Posted by: AJ the Irish Lass | June 5, 2010

Diana Butler-Bass on Pentecost Letters

Huffington Post
What do you think? Do you think there are two vastly diverging streams of Anglicanism that are helping to drive this controversy?


  1. Ever since reading Butler-Bass’s “Christianity for the Rest of Us, ” I cannot help but see her as a narrow-minded apologist for the liberal political agenda in mainstream churches. Here are a few choice excerpts from a review of that book:

    ” Memphis, Tennessee, conjures visions of southern religion. These two words, southern religion, evoke images of folks hootin’ and hollerin’ about God. Eternal damnation and hell. Sweating preachers thundering on about sex, drinking, and Democrats. Southern religion is all heart and fire, the blinding light of Jesus converting sinners to saints in a flash. This is what more reasonable Christians used to ridicule as “enthusiasm.”
    In Memphis, the Church of the Holy Communion, an Episcopal parish, stands in stark contrast to the fulminations of southern evangelical religion.” P. 115.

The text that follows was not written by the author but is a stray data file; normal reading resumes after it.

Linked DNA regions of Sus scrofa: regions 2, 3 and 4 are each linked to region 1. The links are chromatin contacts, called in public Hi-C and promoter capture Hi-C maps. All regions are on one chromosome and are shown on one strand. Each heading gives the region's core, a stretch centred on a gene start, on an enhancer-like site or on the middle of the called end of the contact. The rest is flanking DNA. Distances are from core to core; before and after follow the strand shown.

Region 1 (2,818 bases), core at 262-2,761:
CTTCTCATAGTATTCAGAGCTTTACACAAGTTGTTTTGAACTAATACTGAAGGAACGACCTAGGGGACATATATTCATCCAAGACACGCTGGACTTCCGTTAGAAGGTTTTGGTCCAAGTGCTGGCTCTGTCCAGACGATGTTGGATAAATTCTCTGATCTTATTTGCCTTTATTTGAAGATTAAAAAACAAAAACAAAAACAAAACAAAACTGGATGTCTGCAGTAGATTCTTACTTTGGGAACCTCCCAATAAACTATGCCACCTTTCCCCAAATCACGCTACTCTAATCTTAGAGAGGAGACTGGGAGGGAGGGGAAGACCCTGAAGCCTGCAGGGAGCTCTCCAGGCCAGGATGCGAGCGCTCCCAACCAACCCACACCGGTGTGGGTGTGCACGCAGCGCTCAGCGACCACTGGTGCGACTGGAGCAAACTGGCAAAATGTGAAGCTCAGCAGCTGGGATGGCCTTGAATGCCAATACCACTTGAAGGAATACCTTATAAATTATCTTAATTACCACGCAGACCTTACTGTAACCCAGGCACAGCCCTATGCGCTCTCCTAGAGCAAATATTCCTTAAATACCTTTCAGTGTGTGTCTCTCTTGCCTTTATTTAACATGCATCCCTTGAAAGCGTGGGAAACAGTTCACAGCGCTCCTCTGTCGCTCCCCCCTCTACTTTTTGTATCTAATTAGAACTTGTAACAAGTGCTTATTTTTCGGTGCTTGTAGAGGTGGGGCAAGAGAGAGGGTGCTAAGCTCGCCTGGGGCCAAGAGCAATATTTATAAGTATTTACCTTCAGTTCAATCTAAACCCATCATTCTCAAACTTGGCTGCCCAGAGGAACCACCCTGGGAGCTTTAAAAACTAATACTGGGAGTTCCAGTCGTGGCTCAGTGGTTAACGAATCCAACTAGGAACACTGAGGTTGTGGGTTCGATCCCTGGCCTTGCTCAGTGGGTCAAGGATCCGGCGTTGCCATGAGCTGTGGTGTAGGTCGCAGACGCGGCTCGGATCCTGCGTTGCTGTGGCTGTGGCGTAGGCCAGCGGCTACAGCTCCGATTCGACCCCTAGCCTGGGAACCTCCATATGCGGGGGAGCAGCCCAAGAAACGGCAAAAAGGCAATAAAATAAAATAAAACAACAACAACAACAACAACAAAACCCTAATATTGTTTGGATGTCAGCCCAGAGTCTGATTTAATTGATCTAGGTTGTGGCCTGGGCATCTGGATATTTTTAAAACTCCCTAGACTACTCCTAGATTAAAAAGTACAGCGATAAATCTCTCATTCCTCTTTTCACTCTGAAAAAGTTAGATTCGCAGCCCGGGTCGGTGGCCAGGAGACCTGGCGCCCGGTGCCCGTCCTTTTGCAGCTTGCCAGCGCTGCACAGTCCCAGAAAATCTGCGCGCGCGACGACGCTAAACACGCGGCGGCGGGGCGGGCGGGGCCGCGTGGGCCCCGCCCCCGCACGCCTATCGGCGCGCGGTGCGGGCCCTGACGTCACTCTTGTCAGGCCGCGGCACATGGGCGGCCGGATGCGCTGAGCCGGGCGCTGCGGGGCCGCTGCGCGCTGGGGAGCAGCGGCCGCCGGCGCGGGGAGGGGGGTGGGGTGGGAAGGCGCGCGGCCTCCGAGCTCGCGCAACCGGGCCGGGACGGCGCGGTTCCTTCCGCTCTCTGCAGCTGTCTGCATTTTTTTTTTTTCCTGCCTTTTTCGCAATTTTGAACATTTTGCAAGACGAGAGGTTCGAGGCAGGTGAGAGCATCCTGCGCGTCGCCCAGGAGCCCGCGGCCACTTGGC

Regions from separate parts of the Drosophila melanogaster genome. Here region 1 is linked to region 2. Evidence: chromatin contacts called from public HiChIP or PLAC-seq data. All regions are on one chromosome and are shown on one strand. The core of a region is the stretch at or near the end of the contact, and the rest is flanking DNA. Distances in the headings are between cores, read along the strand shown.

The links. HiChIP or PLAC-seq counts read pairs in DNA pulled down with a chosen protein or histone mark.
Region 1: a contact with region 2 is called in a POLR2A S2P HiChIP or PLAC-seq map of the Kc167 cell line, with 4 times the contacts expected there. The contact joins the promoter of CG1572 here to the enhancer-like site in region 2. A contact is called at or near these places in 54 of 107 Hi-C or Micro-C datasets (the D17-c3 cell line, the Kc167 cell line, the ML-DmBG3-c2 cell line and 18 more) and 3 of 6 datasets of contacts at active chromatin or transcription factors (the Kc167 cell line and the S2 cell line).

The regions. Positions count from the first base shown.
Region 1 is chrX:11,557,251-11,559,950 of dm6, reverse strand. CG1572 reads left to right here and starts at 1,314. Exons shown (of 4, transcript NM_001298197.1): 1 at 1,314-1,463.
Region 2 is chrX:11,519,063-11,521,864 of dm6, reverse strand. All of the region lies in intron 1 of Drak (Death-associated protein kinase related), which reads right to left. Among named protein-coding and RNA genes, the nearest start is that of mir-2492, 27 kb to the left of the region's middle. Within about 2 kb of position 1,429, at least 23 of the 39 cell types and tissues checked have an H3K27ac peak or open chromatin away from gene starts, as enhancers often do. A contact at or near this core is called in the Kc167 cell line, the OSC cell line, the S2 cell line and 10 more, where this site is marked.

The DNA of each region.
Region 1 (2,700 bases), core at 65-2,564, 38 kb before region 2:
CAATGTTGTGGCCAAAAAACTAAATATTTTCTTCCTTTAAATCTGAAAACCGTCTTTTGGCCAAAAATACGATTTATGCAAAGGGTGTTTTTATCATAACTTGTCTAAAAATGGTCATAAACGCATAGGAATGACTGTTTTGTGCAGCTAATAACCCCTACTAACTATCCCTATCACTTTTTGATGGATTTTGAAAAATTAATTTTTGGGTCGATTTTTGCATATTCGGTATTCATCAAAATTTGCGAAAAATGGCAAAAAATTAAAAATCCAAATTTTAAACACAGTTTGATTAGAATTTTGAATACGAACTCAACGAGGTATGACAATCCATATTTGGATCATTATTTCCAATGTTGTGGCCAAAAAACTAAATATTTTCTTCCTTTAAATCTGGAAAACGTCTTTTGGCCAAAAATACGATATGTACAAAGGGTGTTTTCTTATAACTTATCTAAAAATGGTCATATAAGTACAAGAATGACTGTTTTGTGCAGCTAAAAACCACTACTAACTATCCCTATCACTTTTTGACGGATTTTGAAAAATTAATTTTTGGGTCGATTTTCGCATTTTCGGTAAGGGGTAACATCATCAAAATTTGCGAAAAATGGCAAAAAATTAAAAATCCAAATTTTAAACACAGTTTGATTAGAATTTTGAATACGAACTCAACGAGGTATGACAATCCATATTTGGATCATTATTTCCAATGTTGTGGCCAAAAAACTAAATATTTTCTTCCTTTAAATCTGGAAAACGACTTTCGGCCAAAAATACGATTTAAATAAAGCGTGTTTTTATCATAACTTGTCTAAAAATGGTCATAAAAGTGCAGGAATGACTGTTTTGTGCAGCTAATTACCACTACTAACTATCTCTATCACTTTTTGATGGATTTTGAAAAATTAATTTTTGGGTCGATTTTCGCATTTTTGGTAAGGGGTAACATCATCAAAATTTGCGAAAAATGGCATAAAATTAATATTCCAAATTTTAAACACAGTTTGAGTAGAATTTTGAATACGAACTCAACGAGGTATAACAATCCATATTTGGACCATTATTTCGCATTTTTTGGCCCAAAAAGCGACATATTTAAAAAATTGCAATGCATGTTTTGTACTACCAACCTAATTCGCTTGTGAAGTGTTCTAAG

Far and away the most frequent target of the vinegar is evangelicals generally and evangelical megachurches in particular.

    “I immediately think of evangelical megachurches, with their huge congregations complete with doctrinal statements and Republican voting guides. Big yields, yes. But where is wisdom?” P. 147.

    “Unlike in evangelical churches – where doctrinal uniformity is considered nonnegotiable – theological diversity shapes the daily life of most mainline churches.” P. 146.

    “Unlike conservative evangelicals who read the Bible literally, seeking out proof-texts for narrow moral or ethical readings of scripture, the Episcopalians at Redeemer approach the Bible “seriously, but not Literally.” P. 188.

    Butler-Bass sees those who stand for traditional values in the same way she sees Southern evangelicals–people to be belittled, ridiculed, shunned, and driven out. In her current article, the venom against traditionalists is a bit more disguised, but she still operates either blindly or dishonestly. KJS and the leadership of TEC are more authoritarian and top-down in terms of action than probably any Presisding Bishop has been in the history of the Episcopal Church. TEC is unabashedly top-down when it serves the goals of its leaders, then claims the bottom-up approach for relating to the wider communion. And make no mistake–for both Schori and Butler-Bass, the undebatable and first order issue for them is the acceptance and promotion of homosexual marriages, priests, and bishops. Whether the church operates in a top-down or bottom-up manner doesn’t matter that much.

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